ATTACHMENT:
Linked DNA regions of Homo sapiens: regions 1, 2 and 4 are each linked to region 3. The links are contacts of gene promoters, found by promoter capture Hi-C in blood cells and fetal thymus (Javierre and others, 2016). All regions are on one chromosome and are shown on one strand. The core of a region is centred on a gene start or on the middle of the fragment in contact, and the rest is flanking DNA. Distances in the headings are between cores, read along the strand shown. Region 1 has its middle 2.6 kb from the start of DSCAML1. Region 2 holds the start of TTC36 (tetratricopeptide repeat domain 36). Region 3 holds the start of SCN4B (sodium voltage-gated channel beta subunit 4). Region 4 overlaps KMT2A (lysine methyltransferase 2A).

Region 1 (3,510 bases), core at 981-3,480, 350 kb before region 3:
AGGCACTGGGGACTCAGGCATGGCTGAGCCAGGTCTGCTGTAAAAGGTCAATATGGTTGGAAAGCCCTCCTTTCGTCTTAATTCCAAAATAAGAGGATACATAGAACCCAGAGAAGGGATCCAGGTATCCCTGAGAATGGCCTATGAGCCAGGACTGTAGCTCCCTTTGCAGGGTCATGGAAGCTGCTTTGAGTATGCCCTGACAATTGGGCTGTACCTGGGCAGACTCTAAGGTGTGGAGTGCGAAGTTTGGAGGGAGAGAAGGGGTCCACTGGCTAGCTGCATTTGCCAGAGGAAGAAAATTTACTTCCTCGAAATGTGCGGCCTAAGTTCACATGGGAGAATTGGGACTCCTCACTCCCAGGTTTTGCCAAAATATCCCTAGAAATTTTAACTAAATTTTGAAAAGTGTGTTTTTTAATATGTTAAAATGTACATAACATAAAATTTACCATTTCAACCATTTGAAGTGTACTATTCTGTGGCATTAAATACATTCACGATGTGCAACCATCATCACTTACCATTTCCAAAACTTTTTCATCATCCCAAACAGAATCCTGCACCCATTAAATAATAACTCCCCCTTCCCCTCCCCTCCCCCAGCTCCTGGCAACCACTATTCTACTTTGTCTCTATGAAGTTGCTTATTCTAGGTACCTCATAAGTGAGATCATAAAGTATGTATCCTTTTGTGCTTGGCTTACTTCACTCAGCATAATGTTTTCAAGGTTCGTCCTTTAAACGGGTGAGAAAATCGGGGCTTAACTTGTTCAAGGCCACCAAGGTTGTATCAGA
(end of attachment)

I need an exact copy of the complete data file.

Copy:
Linked DNA regions of Homo sapiens: regions 1, 2 and 4 are each linked to region 3. The links are contacts of gene promoters, found by promoter capture Hi-C in blood cells and fetal thymus (Javierre and others, 2016). All regions are on one chromosome and are shown on one strand. The core of a region is centred on a gene start or on the middle of the fragment in contact, and the rest is flanking DNA. Distances in the headings are between cores, read along the strand shown. Region 1 has its middle 2.6 kb from the start of DSCAML1. Region 2 holds the start of TTC36 (tetratricopeptide repeat domain 36). Region 3 holds the start of SCN4B (sodium voltage-gated channel beta subunit 4). Region 4 overlaps KMT2A (lysine methyltransferase 2A).

Region 1 (3,510 bases), core at 981-3,480, 350 kb before region 3:
AGGCACTGGGGACTCAGGCATGGCTGAGCCAGGTCTGCTGTAAAAGGTCAATATGGTTGGAAAGCCCTCCTTTCGTCTTAATTCCAAAATAAGAGGATACATAGAACCCAGAGAAGGGATCCAGGTATCCCTGAGAATGGCCTATGAGCCAGGACTGTAGCTCCCTTTGCAGGGTCATGGAAGCTGCTTTGAGTATGCCCTGACAATTGGGCTGTACCTGGGCAGACTCTAAGGTGTGGAGTGCGAAGTTTGGAGGGAGAGAAGGGGTCCACTGGCTAGCTGCATTTGCCAGAGGAAGAAAATTTACTTCCTCGAAATGTGCGGCCTAAGTTCACATGGGAGAATTGGGACTCCTCACTCCCAGGTTTTGCCAAAATATCCCTAGAAATTTTAACTAAATTTTGAAAAGTGTGTTTTTTAATATGTTAAAATGTACATAACATAAAATTTACCATTTCAACCATTTGAAGTGTACTATTCTGTGGCATTAAATACATTCACGATGTGCAACCATCATCACTTACCATTTCCAAAACTTTTTCATCATCCCAAACAGAATCCTGCACCCATTAAATAATAACTCCCCCTTCCCCTCCCCTCCCCCAGCTCCTGGCAACCACTATTCTACTTTGTCTCTATGAAGTTGCTTATTCTAGGTACCTCATAAGTGAGATCATAAAGTATGTATCCTTTTGTGCTTGGCTTACTTCACTCAGCATAATGTTTTCAAGGTTCGTCCTTTAAACGGGTGAGAAAATCGGGGCTTAACTTGTTCAAGGCCACCAAGGTTGTATCAGA